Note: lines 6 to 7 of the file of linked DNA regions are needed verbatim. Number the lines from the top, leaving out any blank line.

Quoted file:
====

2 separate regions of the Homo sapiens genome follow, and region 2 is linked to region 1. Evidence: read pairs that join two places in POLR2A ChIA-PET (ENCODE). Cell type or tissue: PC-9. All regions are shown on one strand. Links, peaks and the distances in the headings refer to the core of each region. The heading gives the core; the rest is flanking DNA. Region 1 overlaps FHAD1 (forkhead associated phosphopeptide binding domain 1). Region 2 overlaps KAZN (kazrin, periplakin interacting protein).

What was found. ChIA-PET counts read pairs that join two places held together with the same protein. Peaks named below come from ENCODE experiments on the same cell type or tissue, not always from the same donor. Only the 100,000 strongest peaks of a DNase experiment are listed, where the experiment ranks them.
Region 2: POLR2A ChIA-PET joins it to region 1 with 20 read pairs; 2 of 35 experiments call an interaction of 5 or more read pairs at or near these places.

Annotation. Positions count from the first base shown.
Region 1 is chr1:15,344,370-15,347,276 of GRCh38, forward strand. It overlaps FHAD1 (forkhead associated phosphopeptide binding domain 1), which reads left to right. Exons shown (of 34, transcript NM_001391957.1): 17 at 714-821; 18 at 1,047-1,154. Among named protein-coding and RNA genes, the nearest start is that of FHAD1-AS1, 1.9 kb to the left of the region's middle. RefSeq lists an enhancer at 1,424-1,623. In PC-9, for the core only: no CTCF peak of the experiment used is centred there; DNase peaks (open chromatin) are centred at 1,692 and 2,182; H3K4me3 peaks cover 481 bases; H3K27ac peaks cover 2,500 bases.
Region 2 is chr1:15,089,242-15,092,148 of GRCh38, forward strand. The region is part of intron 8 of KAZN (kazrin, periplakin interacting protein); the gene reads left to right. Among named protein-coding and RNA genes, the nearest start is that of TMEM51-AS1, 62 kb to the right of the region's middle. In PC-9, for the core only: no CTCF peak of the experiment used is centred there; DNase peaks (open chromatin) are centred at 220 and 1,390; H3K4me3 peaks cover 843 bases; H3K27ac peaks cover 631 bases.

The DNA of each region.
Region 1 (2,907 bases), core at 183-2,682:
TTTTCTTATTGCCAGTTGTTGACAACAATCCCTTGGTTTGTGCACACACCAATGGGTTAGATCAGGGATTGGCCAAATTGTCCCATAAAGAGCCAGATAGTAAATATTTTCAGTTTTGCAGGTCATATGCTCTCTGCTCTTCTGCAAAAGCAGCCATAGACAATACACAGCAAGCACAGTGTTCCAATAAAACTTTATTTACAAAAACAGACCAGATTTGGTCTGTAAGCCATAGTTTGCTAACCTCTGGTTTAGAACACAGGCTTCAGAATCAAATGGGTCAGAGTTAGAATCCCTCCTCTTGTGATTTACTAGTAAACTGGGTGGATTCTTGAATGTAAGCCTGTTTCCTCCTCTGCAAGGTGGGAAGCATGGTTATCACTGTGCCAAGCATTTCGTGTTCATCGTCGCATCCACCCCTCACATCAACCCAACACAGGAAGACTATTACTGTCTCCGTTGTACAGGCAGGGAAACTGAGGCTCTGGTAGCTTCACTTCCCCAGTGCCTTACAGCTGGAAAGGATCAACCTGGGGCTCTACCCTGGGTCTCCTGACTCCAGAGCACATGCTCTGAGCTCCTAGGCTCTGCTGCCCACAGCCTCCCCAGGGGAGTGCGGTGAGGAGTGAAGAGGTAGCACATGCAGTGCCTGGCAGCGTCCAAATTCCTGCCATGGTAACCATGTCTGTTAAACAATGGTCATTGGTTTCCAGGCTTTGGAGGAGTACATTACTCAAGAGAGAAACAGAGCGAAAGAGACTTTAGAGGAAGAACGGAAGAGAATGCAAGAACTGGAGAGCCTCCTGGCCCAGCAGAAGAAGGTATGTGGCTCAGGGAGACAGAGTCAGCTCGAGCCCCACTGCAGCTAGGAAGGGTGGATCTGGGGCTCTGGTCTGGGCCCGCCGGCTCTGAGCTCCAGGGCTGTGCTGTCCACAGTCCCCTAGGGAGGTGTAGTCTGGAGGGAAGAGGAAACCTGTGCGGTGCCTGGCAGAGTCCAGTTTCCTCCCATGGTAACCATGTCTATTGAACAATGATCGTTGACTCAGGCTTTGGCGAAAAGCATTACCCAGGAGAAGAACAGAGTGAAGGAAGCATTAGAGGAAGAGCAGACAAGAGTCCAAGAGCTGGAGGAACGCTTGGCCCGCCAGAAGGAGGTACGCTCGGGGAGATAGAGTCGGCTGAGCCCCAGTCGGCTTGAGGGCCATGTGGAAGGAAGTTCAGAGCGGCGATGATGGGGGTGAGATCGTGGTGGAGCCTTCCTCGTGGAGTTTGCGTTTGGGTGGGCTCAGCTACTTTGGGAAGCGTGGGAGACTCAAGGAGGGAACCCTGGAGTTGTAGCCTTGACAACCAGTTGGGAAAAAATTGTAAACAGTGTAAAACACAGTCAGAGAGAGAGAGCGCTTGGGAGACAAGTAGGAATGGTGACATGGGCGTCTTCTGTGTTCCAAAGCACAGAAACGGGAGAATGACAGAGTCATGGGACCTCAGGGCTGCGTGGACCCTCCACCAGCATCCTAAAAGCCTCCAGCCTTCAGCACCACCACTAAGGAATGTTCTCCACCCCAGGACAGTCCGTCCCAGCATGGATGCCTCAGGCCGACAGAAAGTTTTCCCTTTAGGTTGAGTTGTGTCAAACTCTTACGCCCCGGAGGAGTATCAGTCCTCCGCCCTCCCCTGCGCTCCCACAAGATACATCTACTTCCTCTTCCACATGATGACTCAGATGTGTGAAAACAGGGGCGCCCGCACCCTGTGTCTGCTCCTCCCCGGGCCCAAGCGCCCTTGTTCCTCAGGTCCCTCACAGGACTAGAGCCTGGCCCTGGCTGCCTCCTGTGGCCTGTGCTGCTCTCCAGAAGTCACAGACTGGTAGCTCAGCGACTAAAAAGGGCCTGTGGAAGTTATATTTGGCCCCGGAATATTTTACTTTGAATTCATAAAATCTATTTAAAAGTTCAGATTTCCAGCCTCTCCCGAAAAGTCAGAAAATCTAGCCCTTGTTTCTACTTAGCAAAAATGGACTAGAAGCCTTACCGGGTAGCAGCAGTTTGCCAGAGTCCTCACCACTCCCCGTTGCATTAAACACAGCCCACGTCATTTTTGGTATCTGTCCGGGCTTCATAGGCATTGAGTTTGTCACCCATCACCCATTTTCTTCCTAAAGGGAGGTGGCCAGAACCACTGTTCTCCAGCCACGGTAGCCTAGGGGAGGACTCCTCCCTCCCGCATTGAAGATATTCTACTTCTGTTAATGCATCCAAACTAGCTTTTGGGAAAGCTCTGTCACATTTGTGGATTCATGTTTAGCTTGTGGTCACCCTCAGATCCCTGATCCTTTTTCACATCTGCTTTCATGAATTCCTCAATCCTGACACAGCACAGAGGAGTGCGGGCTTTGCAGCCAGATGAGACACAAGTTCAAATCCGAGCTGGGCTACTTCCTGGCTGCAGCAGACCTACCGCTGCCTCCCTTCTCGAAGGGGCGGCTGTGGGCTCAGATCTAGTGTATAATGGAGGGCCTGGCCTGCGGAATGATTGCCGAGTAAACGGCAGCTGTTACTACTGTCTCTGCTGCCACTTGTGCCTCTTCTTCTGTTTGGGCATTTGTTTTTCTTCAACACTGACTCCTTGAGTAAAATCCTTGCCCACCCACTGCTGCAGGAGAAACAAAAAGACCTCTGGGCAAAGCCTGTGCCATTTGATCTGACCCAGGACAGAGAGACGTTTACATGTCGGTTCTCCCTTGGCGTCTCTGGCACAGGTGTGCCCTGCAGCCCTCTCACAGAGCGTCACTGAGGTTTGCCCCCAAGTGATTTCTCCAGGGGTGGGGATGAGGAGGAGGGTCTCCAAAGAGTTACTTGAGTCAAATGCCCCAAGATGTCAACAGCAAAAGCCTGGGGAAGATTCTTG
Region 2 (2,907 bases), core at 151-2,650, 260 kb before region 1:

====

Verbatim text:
Region 2 is chr1:15,089,242-15,092,148 of GRCh38, forward strand. The region is part of intron 8 of KAZN (kazrin, periplakin interacting protein); the gene reads left to right. Among named protein-coding and RNA genes, the nearest start is that of TMEM51-AS1, 62 kb to the right of the region's middle. In PC-9, for the core only: no CTCF peak of the experiment used is centred there; DNase peaks (open chromatin) are centred at 220 and 1,390; H3K4me3 peaks cover 843 bases; H3K27ac peaks cover 631 bases.

The DNA of each region.